Business

Opportunity Zones put developers in the driver's seat

Meetings discuss linking with investors for federal program

Capitol Street looking south in census tract: 19103001700, which is part of an area eligible for an Opportunity Zones designation  as seen in Iowa City on Thursday, Apr. 19, 2018. (Stephen Mally/The Gazette)
Capitol Street looking south in census tract: 19103001700, which is part of an area eligible for an Opportunity Zones designation as seen in Iowa City on Thursday, Apr. 19, 2018. (Stephen Mally/The Gazette)
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Opportunity Zones aren’t a “magic bean” from which development will sprout in the Corridor, nor will they bail out a “bad” deal.

But through the federal program, Iowa developers can link up with investors interested in tax benefits and pursue projects that otherwise might not be cost efficient, said Mark Nolte, president of the Iowa City Area Development Group.

Groups of 20 to 30 people, among them local developers, attended ICAD-sponsored presentations on Opportunity Zone possibilities in Coralville and Iowa City Thursday, and in Cedar Rapids Friday.

The Opportunity Zone program, established through the 2017 Tax Cuts and Jobs Act, nets investors varying degrees of relief on capital gains taxes, depending on the length of investment in 8,762 designated low-income urban and rural census tracts.

Investors can defer capital gains tax payments for the duration of investments under five years and progressively reduce their tax liability for capital gains up to 10 years, upon which they are exempted entirely.

At each meeting, a representative from the host city presented on its Opportunity Zone tracts — three in Cedar Rapids and two apiece in Coralville and Iowa City — detailing both existing development and future projects officials envision with them.

“We understand these things take time, but we’re really hoping that the Opportunity Zone is an impetus and really helps move some things along that much faster,” said Ellen Habel, Coralville’s assistant city administrator, regarding the 180-acre mixed-use Iowa River Landing.

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Other potential project areas discussed at the meetings included Coralville’s Southeast Commercial District; land bordering Riverfront Crossings park and the former ACT McCarrell Center in Iowa City; and much of Cedar Rapids’ core, including downtown, the MedQuarter, the New Bohemia District and Kingston Village.

Nolte said that at a recent Denver conference, he was “hounded by investors” interested in Iowa projects and “under the gun” to invest in Opportunity Zone initiatives by the end of 2019 — when the legal window closes for them to maximize tax savings under the program.

Most investors are not seeking to remain in the zones longer than 7 to 10 years, and they’re more interested in the prospective tax savings than their return on investment, he continued.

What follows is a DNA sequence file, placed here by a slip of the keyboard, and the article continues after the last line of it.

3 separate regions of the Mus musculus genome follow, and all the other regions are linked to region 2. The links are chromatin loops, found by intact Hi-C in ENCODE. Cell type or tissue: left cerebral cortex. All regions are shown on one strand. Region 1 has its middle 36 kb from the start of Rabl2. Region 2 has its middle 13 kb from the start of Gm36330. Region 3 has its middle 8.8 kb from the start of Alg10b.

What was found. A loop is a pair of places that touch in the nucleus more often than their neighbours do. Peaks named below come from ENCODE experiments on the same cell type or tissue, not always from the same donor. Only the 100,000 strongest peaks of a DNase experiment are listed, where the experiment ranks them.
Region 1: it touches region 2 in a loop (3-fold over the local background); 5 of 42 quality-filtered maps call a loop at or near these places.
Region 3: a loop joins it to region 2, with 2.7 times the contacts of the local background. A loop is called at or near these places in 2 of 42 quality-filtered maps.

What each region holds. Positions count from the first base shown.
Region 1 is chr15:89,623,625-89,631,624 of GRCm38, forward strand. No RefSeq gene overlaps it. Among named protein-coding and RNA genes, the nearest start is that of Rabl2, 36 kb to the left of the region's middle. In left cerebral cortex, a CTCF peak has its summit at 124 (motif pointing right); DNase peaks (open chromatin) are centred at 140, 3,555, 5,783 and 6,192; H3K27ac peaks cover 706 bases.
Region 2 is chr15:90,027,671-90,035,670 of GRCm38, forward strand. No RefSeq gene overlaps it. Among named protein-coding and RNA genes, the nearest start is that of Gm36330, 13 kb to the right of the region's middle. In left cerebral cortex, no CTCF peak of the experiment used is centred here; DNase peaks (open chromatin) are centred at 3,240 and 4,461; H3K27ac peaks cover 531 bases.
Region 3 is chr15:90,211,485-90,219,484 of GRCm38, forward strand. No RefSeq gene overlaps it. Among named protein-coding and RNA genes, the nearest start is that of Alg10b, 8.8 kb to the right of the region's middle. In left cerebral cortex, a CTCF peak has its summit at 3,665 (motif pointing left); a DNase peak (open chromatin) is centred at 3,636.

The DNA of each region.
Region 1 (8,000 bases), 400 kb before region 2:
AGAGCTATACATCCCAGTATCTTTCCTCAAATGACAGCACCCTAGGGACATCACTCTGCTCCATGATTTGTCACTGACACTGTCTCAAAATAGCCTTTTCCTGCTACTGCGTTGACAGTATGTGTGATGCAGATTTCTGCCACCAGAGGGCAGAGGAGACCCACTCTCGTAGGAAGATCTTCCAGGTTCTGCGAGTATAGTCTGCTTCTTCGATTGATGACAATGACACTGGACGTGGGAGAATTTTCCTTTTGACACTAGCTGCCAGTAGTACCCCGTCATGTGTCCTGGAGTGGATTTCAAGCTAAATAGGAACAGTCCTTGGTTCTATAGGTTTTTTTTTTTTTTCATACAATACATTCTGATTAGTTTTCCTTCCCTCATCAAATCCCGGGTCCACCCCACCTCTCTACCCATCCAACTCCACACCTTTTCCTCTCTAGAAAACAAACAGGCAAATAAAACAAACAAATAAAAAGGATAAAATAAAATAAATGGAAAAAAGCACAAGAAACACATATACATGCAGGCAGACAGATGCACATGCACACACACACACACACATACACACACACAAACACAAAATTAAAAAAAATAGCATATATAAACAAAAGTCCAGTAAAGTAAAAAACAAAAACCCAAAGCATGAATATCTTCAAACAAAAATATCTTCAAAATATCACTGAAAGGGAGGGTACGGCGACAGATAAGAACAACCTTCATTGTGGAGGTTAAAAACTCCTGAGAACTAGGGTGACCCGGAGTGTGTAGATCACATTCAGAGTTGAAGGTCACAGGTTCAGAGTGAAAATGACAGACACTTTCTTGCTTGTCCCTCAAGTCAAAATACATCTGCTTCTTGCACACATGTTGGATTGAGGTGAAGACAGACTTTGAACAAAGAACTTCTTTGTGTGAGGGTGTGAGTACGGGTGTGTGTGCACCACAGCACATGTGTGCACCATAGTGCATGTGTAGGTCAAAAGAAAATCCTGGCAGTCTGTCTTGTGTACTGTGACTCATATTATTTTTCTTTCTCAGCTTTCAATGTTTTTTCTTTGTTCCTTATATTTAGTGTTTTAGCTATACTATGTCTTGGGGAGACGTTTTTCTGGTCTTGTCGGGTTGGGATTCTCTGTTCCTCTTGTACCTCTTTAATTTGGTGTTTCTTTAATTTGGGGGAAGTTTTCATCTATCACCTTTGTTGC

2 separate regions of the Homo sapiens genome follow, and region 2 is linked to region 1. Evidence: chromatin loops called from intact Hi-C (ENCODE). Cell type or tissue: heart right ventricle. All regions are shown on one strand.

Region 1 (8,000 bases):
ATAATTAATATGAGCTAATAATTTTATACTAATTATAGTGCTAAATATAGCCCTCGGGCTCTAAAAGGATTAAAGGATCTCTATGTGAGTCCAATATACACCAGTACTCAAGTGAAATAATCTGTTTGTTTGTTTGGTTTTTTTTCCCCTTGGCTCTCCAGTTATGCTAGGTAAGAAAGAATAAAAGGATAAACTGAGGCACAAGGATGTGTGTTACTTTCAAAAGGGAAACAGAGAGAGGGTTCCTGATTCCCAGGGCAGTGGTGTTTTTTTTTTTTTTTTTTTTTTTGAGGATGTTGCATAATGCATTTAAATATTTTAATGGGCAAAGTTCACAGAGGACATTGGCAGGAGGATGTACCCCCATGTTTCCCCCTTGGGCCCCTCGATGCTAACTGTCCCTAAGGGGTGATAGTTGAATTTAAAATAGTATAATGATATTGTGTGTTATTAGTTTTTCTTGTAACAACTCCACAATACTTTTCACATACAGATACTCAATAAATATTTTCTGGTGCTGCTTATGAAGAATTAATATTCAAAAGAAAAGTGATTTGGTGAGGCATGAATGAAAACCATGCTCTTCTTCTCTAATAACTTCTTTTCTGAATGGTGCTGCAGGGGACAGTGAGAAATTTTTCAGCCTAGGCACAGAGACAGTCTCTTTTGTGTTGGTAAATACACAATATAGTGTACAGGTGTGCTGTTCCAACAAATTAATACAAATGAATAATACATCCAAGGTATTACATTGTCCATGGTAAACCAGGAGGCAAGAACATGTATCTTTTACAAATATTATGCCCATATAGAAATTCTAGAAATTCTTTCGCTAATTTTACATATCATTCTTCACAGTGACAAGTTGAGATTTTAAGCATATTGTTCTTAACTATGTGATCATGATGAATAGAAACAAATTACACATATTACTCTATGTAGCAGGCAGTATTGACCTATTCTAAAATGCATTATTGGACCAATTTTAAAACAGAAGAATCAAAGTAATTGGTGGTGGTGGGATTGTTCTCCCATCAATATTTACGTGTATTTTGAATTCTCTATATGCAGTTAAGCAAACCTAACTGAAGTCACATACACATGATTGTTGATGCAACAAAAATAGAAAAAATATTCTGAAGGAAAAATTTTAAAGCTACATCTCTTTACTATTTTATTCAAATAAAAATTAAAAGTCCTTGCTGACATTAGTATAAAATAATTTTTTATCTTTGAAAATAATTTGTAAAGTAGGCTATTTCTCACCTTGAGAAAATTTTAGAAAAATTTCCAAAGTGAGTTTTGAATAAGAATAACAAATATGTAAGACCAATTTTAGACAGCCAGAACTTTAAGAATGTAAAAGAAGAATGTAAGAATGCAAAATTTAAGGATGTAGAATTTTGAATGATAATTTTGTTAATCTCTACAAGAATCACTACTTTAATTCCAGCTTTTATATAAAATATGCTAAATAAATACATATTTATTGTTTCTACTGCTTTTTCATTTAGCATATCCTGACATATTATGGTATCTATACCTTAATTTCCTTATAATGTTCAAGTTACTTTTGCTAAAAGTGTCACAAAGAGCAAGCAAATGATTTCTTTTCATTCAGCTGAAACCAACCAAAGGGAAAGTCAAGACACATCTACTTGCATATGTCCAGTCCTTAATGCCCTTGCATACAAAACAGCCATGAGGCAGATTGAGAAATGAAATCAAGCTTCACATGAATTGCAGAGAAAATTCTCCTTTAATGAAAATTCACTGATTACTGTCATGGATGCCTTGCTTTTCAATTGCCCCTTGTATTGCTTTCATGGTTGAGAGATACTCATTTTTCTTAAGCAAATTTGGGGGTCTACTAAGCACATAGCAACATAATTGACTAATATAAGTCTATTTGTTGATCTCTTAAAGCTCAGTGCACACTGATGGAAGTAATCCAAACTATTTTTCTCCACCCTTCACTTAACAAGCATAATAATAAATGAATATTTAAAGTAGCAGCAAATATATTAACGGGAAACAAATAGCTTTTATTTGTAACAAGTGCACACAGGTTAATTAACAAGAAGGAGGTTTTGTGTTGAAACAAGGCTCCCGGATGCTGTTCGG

That means developers are in the “driver’s seat” to broker agreements over a broader array projects and businesses than might be feasible under other tax credit programs, including child care centers, affordable housing and not-for-profits, Nolte said.

“They’re looking for places to park the capital,” he said. “They need the local government community to put together deals.”

ICAD representatives said they keep an email list of about 700 investors nationwide that the group can use to see if there are any takers for Opportunity Zone projects in the Corridor.

Chris Nicknish, business development representative with Iowa City-based Calacci Construction Co., said he sees potential for affordable housing near Kirkwood Community College’s Iowa City campus, within an Opportunity Zone, but noted that rezoning the land could pose a challenge.

Mike Carberry, director of Green State Solutions in Iowa City and a former Johnson County supervisor, said after one of the meetings that he is consulting for Silicon Valley-based Pivotal Capital, which has formed an Opportunity Fund to invest in renewable energy projects.

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Carberry attended all three Opportunity Zone meetings to gather information and learn more about brownfield sites, such as the former Sinclair meatpacking plant site, to consider redeveloping, he said.

“You might not want to have people live on that ... . Instead of building a development where people work, live and play, why not put a solar farm on it?” he inquired.

Carberry said such a project could allow for the “layering” of multiple other types of tax relief beyond the Opportunity Zone savings, such as state brownfield and federal solar tax credits, but “the clock is ticking” on making necessary arrangements.

“That might be the biggest challenge, to get the project well-formed enough to make sure you qualify for those credits,” he said.

• Comments: (319) 398-8366; thomas.friestad@thegazette.com

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